And perhaps, most importantly, beware of the security risks that Zoom poses (see this recent NPR article about ‘zoombombing,’ in which intruders are entering Zoom meetings and harassing participants) and how you can combat them. Make sure you select “use a password” when setting up a Zoom meeting, and never post the link to your meeting online. See Zoom’s guide for more tips.

3. How donors are giving during COVID-19

Last week, Paul Sullivan’s New York Times article “How Philanthropists Are Helping During the Crisis” outlined the strategies donors are currently employing to maximize the effectiveness of their giving. In case you missed it, we’ve summarized these important reminders here:

  1. Major donors trust and lean on community foundations to vet areas of greatest need, particularly in a crisis.
  2. During times of difficulty, donors often will double down on charities they care about most.
  3. Philanthropy often serves as a bridge for government aid; in an emergency, that role (and responsibility) looms large.
  4. If donors had been planning to make a large gift, they may be even more motivated to do so now when their impact can be greater.
  5. Major philanthropists are looking for ways to support you beyond money; more than ever, they’re willing to use their social and professional networks to advocate for support. Ask them.

And relatedly, philanthropists aren’t the only ones looking to maximize their impact. Already more than 400 foundations have signed a pledge to make their grantmaking more grantee-friendly. Learn more in the Chronicle of Philanthropy.

Nonprofit Spotlight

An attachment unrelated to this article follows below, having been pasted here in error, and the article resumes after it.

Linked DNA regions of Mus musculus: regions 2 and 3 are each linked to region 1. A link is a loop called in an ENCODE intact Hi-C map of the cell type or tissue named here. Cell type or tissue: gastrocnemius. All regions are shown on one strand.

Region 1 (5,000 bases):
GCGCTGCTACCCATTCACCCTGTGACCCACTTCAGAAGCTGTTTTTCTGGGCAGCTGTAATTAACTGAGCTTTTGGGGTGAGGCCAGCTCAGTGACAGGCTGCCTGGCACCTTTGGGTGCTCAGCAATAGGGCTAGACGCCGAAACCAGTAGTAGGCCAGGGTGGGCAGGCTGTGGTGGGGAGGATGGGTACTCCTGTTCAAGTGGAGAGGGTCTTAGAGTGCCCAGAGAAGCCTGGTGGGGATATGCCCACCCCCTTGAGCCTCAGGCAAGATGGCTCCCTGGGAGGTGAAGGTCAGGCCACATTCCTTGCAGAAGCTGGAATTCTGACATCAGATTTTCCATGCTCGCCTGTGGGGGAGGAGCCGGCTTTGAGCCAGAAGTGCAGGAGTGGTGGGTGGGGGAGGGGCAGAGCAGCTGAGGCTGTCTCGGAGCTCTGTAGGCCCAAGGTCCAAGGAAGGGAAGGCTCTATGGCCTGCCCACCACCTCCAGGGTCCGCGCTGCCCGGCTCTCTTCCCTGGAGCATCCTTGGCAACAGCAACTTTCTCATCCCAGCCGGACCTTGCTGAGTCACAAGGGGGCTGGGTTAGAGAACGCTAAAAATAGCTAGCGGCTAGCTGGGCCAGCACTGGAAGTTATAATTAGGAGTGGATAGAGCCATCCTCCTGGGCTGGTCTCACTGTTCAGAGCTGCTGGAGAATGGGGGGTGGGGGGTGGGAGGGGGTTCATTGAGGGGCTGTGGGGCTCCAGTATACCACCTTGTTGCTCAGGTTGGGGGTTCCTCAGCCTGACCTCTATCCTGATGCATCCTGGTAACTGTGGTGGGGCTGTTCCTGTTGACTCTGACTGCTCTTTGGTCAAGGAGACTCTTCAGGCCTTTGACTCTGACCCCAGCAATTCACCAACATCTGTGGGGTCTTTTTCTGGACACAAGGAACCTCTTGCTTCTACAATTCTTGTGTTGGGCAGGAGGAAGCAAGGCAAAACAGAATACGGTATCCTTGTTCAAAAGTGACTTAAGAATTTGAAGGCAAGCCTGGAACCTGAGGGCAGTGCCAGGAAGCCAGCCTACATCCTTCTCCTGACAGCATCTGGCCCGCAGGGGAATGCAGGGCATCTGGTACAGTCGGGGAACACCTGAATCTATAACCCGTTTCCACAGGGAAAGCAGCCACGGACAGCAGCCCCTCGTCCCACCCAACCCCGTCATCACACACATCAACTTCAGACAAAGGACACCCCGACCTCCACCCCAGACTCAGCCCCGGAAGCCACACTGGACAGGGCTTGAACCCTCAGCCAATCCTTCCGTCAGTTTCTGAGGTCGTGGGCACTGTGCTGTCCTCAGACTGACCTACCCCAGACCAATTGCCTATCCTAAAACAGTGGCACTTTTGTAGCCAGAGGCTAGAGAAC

Highlighting the tenacity and creativity of nonprofits in unprecedented times…


family-aidFamilyAid Boston is one of the city’s leading agencies providing prevention, emergency shelter and permanent housing to unstably housed and homeless children and their parents. In the wake of coronavirus, the organization quickly and successfully expanded its services to provide humanitarian relief to their 1,200 clients, and raised several hundred thousand dollars in three weeks. FamilyAid has used these funds to deliver more than 3 tons of food and supplies to families who have lost everything: their jobs, daycare, school and after school services, and basic food security.
In addition, Mayor Marty Walsh announced last week that the Boston Housing Authority and the Boston Public Schools (BPS) have forged a new partnership to secure housing for up to 1,000 families with BPS students at risk of displacement. With newly-secured contracts with the BPS and new, private funding in hand, FamilyAid Boston is playing a key role in launching the program. Learn more about the partnership here.


For more information, visit our COVID-19 Resources page.

All of us here at Development Guild recognize the critical role our friends and clients are playing in supporting the most vulnerable among us during this crisis. As we face these uncertain times together, it is our top priority to support you. Reach out with questions. Call if you want to brainstorm an idea. We are here.